Ambulatory Phlebectomy FAQ

What is ambulatory phlebectomy?

Ambulatory phlebectomy is a minimally invasive procedure to remove medium-size varicose veins just under the surface of the skin of the legs through tiny incisions or needle punctures. An alternative to traditional ligation-and-stripping surgery, your vein specialist uses just a local anesthetic to numb the affected area when performing ambulatory phlebectomy.

Treatment for varicose veins ranges from conservative, non-invasive approaches such as exercise and compression therapy to laser and radiofrequency treatments to surgical vein stripping under general anesthesia. Ambulatory phlebectomy is less invasive than surgery. Due to the reduction in anesthesia and small incision size, these procedures can be performed in your doctor's office or in an outpatient surgery center.

What are the benefits of ambulatory phlebectomy over other procedures?

Ambulatory phlebectomy can effectively eliminate medium-size varicose veins. Compared to ligation and stripping surgery, the procedure is safer and involves a shorter recovery time. Sometimes, however, ambulatory phlebectomy is performed at the same time as other surgical or non-surgical procedures.

There are now more recent alternatives to ambulatory phlebectomy, such as endovenous laser ablation or endovenous radiofrequency ablation. The conventional wisdom was that abulatory phlebectomy provided the best protection against the recurrence of varicose veins in the same spot, but the American Venous Forum and the Society for Vascular Surgery, in their clinical practice guidelines, say the matter isn't so clear and that more study is needed.

How is ambulatory phlebectomy performed?

Ambulatory phlebectomy begins with the patient standing, since that's the position where varicose veins are most easily identified. The doctor marks the veins to be removed with a surgical marker. Then with the patient lying down, the leg is prepared with an antiseptic solution and local anesthetic is injected around the veins to be treated. The fluid not only numbs the surrounding area for the ambulatory phlebectomy procedure, but it helps to pull the veins away from the adjacent tissue and compresses the surrounding capillaries to reduce post-procedure bleeding.

Once the entire area to be treated has been numbed, tiny incisions or needle pokes are made over the veins, which can then be pulled out in sections using special vein hooks. The incisions for ambulatory phlebectomy procedures are so small they don't require stitches — if anything is even needed, they're closed with thin adhesive strips. When all the targeted veins on one leg have been completely removed, absorbent pads are placed next to the skin and the leg is wrapped tightly in a compression bandage.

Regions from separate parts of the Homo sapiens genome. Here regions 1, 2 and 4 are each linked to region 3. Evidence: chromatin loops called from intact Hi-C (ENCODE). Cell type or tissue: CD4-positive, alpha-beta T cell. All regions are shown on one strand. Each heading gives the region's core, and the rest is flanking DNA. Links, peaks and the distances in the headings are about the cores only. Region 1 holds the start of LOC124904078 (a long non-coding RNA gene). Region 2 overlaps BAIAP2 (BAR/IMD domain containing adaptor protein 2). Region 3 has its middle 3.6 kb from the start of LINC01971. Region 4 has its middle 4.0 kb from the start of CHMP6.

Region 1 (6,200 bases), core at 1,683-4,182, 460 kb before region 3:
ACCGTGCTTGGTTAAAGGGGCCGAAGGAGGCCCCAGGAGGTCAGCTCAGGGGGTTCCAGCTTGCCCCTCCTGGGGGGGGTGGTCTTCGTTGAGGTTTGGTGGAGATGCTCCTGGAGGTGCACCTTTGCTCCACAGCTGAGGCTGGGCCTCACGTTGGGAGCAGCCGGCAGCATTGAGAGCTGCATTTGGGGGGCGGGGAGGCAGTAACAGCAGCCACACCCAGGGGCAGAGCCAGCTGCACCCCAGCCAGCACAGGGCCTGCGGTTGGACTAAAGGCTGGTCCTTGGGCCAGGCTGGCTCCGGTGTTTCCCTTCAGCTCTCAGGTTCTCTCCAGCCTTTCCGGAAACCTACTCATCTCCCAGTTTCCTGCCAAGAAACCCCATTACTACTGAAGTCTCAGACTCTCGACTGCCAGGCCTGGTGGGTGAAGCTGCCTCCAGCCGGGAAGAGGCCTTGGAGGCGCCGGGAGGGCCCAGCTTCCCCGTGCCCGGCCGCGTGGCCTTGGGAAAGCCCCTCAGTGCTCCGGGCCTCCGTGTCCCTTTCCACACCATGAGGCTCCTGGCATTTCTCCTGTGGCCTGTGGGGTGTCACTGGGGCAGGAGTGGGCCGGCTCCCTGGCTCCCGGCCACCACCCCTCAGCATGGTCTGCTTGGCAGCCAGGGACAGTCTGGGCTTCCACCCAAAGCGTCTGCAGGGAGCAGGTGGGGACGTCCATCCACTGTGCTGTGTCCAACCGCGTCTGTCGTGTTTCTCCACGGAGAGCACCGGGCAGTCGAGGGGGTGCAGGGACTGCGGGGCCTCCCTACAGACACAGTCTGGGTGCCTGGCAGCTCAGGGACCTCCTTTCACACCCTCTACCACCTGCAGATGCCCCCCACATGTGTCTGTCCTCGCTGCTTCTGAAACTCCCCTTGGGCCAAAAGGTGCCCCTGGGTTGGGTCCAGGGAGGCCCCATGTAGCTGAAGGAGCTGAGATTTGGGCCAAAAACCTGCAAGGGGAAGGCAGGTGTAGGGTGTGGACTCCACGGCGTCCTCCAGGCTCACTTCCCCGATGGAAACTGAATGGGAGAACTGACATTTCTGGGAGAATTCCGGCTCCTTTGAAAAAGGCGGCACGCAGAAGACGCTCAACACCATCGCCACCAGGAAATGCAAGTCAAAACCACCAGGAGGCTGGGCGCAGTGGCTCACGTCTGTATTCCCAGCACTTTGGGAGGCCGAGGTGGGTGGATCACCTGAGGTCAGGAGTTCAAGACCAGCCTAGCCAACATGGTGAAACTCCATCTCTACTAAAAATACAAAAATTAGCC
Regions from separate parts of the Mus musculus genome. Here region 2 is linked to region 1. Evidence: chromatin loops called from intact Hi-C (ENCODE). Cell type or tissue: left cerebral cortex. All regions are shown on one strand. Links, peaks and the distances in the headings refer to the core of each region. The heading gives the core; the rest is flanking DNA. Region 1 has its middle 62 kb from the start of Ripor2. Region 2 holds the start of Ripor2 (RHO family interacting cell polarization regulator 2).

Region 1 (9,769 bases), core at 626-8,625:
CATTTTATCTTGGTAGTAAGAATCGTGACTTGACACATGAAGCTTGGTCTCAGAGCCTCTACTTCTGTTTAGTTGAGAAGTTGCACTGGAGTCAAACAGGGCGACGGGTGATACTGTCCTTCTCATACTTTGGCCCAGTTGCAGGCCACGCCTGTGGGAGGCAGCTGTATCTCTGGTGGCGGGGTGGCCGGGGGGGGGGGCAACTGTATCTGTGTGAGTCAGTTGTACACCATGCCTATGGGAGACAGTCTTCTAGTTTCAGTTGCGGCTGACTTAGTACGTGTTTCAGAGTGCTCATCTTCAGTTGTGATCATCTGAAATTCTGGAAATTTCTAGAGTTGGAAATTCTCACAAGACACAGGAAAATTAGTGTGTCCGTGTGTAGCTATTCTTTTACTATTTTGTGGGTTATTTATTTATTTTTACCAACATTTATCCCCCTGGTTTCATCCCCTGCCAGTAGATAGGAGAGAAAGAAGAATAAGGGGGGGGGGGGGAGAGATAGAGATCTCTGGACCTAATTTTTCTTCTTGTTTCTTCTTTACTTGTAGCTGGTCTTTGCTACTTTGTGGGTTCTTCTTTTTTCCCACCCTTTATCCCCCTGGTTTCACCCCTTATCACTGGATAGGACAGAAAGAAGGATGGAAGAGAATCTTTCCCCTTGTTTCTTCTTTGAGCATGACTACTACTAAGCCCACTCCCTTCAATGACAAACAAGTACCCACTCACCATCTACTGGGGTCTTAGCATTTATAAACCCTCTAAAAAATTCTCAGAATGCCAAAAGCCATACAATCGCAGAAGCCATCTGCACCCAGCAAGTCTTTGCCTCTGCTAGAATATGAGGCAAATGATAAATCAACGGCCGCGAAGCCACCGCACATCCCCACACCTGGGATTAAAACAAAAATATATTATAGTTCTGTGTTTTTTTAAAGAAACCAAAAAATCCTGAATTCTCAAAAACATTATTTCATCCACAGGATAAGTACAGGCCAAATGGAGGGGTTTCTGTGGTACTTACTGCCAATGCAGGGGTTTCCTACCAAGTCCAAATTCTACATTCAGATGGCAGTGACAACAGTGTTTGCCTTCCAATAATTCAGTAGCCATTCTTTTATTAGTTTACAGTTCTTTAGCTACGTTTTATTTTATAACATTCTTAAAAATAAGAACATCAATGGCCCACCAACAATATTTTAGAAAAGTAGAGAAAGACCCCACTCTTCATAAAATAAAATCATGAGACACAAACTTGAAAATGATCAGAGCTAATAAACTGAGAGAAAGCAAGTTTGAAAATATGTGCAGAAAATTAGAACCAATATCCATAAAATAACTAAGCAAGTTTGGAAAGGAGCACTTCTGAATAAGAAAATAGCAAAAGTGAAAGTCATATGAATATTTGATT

What is the recovery process after ambulatory phlebectomy like?

The compression bandage is an important part of ambulatory phlebectomy and must be worn for 24 to 48 hours. Someone else will have to drive the patient home, but it's important to get up and walk around soon and often, since the contraction of surrounding muscles help to rid the treated areas of excess fluid, reduce the risk of blood clots, and contributes to the healing process.

Your doctor will usually remove the bandage and check the incisions a day or two after your procedure. Once the bandage is removed, you will wear compression hose for one to three weeks as your legs completely heal. With a minimally invasive ambulatory phlebectomy, most patients are back to work within a day or so. For the first few weeks, you should avoid prolonged standing, heavy lifting, and aerobic exercise involving the legs.

What are the risks associated with ambulatory phlebectomy?

Ambulatory phlebectomy is generally considered quite safe, but complications can happen with any procedure. The most common minor complications are swelling, bleeding, or infection. Typically the incisions heal without scarring, but there can be hyperpigmentation — avoiding sun helps. People with darker skin may require more time for those areas to fade.
There can also be blistering or bruising, or telangiectatic matting — reddish or purplish splotches of tiny new veins that can look like a bruise.

There may also be some local numbness in small patches. And with any vein treatment, varicose veins can eventually recur, especially if the same factors causing them remain unchanged after treatment.

Is ambulatory phlebectomy approved in the U.S.?

Ambulatory phlebectomy is not only approved for the treatment of varicose veins in the United States, phlebectomy is the standard of care to which all other varicose vein treatments are compared. The Society for Vascular Surgery and the American Venous Forum recommend either ambulatory phlebectomy or sclerotherapy for medium-size varicose branch (or tributary) veins.

It is an accepted alternative to surgical vein stripping for appropriate patients. To find out if ambulatory phlebectomy is the right treatment option for you, a vein specialist mus evaluate you. Many people who have varicose veins need a combination of procedures and more than one treatment session to eliminate all of the affected veins and achieve the desired cosmetic result.

How much does ambulatory phlebectomy cost?

The cost of an ambulatory phlebectomy depends on the extent of the varicose veins to be treated. If the procedure is needed because of an underlying medical condition, insurance often covers the cost — but not when it's for cosmetic reasons. Also, insurers may require several weeks or months or conservative therapy such as compression hose, weight loss, and exercise first before surgical therapy can be covered.

Updated: October 6, 2014

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